But when God, who set me apart from my mother’s womb and called me by his grace, was pleased to reveal his Son in me so that I might preach him among the Gentiles, my immediate response was not to consult any human being.

Then after three years, I went up to Jerusalem to get acquainted with Cephas and stayed with him fifteen days.  I saw none of the other apostles—only James, the Lord’s brother. Galatians 1:15-16, 18-19

Then after fourteen years, I went up again to Jerusalem, this time with Barnabas. I took Titus along also.  I went in response to a revelation and, meeting privately with those esteemed as leaders, I presented to them the gospel that I preach among the Gentiles. I wanted to be sure I was not running and had not been running my race in vain. Galatians 2:1-3

Whenever I read Galatians and often times when I think on my journey with God. When I first “knew” that I had to tell people about Jesus, what I did and the response of the church I attended at the time, I wonder if I got caught in human tradition. I remember going with a brother and preaching to people that God led us to in Santa Barbara. I remember praying for people at college and they were healed. I remember so much that was pulled down and brought under a “covering” of the church I was attending. I know it was God’s will; for nothing happens without his will, but I still wonder. I didn’t stop listening to God and doing the “little” things that he told me to do; like driving across town to a place to meet a person who would be there, but the corporate ministry had been taken off the table if it didn’t come from my pastor. This too, as I know, was God’s will. However, I still wonder.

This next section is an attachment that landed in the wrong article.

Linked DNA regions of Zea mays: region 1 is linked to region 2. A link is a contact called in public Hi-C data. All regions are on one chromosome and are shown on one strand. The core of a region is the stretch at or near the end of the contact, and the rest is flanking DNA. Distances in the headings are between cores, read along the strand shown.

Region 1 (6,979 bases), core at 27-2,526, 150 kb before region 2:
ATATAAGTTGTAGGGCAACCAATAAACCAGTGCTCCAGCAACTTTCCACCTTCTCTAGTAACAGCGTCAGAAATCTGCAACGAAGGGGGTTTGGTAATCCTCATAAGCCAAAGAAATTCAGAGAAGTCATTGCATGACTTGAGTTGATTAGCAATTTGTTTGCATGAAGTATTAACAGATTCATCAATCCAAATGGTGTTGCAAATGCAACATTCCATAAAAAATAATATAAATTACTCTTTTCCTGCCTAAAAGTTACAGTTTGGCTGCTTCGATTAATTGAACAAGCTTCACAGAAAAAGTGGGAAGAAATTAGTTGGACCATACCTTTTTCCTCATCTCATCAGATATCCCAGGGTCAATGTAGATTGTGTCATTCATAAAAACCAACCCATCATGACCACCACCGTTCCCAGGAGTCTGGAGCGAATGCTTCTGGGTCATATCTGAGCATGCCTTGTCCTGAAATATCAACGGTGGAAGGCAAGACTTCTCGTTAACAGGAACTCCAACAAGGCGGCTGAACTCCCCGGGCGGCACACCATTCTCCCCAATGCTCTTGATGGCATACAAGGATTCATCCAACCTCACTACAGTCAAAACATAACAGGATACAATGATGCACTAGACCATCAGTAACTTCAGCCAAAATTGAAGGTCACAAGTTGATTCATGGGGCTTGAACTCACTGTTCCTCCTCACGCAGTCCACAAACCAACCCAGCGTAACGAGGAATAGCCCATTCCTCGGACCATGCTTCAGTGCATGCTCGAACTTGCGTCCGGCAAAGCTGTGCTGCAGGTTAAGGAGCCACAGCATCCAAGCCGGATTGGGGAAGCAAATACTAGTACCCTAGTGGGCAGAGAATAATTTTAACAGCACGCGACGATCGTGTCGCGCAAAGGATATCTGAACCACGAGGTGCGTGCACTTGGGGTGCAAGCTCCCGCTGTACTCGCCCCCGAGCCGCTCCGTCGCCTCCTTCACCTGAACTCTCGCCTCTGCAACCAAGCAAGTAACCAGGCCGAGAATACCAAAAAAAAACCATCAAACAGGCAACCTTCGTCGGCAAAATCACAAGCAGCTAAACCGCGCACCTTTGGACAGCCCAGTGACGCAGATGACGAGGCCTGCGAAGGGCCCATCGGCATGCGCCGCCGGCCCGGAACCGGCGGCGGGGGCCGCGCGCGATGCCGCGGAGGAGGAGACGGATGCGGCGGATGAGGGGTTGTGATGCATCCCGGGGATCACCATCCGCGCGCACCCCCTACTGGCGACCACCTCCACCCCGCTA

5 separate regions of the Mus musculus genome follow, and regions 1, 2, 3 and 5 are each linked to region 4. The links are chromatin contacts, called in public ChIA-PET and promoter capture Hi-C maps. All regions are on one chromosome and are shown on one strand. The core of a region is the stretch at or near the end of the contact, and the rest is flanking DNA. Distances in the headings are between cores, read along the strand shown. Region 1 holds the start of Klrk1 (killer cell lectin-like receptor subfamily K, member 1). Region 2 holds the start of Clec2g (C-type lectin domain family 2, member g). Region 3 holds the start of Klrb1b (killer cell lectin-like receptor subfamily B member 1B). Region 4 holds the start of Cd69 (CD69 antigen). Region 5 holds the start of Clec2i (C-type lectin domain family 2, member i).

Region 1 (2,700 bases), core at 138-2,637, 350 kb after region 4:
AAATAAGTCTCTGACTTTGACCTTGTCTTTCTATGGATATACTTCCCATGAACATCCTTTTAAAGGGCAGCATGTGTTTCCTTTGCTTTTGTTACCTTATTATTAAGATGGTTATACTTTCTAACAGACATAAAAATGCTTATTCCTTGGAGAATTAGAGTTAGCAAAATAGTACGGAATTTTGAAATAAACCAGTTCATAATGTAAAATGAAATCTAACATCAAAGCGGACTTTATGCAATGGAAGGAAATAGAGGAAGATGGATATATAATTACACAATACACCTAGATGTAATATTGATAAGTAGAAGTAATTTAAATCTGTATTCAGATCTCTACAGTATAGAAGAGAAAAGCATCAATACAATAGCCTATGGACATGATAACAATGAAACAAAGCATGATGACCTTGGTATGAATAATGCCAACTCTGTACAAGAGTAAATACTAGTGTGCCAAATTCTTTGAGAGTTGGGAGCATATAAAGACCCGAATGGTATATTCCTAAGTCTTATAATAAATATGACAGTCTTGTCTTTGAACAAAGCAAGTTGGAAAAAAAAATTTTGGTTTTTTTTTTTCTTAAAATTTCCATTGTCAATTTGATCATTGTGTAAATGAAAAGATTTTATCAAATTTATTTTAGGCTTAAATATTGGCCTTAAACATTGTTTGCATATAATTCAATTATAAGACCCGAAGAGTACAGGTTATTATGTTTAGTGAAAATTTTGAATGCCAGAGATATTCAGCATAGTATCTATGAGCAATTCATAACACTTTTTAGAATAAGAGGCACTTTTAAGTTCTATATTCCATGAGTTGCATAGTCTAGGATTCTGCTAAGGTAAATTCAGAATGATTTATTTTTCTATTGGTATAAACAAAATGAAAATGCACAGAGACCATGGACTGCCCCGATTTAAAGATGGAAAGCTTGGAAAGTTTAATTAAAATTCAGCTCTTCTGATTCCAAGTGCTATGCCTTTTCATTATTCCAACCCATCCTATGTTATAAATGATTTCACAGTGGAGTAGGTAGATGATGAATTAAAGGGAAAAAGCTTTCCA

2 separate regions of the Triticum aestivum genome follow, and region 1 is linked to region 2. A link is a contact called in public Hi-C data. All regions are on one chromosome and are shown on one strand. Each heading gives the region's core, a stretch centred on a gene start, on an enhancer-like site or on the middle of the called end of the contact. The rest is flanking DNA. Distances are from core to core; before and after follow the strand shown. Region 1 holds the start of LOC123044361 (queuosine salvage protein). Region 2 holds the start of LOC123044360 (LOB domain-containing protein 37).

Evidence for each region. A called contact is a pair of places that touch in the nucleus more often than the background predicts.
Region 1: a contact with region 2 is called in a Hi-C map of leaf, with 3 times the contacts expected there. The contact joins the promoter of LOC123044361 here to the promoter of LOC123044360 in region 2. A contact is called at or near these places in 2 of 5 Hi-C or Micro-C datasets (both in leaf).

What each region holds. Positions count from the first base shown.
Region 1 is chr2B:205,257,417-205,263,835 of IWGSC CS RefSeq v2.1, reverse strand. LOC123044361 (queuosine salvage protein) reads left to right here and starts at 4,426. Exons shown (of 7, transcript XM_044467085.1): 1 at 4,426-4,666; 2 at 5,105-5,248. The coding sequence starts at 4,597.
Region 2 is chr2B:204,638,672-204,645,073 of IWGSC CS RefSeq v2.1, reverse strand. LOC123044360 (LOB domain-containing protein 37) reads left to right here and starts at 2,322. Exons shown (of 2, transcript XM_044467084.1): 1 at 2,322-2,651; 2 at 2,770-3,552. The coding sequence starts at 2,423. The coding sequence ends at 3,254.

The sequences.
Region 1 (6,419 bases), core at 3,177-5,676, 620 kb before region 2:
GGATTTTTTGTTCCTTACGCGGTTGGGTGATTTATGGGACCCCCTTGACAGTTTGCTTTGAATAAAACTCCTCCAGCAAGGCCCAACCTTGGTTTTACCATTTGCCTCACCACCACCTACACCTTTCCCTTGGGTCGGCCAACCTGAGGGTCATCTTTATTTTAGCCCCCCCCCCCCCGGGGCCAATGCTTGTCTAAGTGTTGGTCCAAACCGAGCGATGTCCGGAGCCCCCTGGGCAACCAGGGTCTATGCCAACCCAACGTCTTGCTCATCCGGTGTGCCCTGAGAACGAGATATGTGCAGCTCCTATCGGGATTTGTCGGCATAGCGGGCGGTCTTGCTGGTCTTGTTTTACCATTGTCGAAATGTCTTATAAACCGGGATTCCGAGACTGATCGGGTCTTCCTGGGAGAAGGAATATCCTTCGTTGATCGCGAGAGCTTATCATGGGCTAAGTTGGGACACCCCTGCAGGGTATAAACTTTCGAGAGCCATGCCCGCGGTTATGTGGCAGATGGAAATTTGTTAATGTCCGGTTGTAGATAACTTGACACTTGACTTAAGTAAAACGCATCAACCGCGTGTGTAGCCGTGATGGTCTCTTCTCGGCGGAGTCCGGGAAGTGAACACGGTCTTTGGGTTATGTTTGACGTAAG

I wonder how often we hear from God through his Holy Spirit and instead of responding to God and doing what he tells us to do, we ask other people about it or do nothing at all thinking; it wasn’t God who told us to go pray for that person; it wasn’t God who told us to quit our job and travel to the other side of the world. Perhaps it wasn’t God who told us not to say that thing we said. You get the point.

Paul immediately went out and began to preach. It wasn’t until after three years that he even met Peter and James. It was only after doing what God had told him to do for fourteen years that he stopped by Jerusalem to see the elders “in response to a revelation.” Once more Paul did what God wanted him to do. He never sought the approval of other people.

While I’m not suggesting that you ignore your leaders. God forbid! I wonder how often we allow human tradition to stand in the way of God’s purpose in our lives. It’s easy to say that nothing happens without God’s permission, but that doesn’t mean that we ought not to examine ourselves and ensure that what we do or don’t do aligns with the Word of God.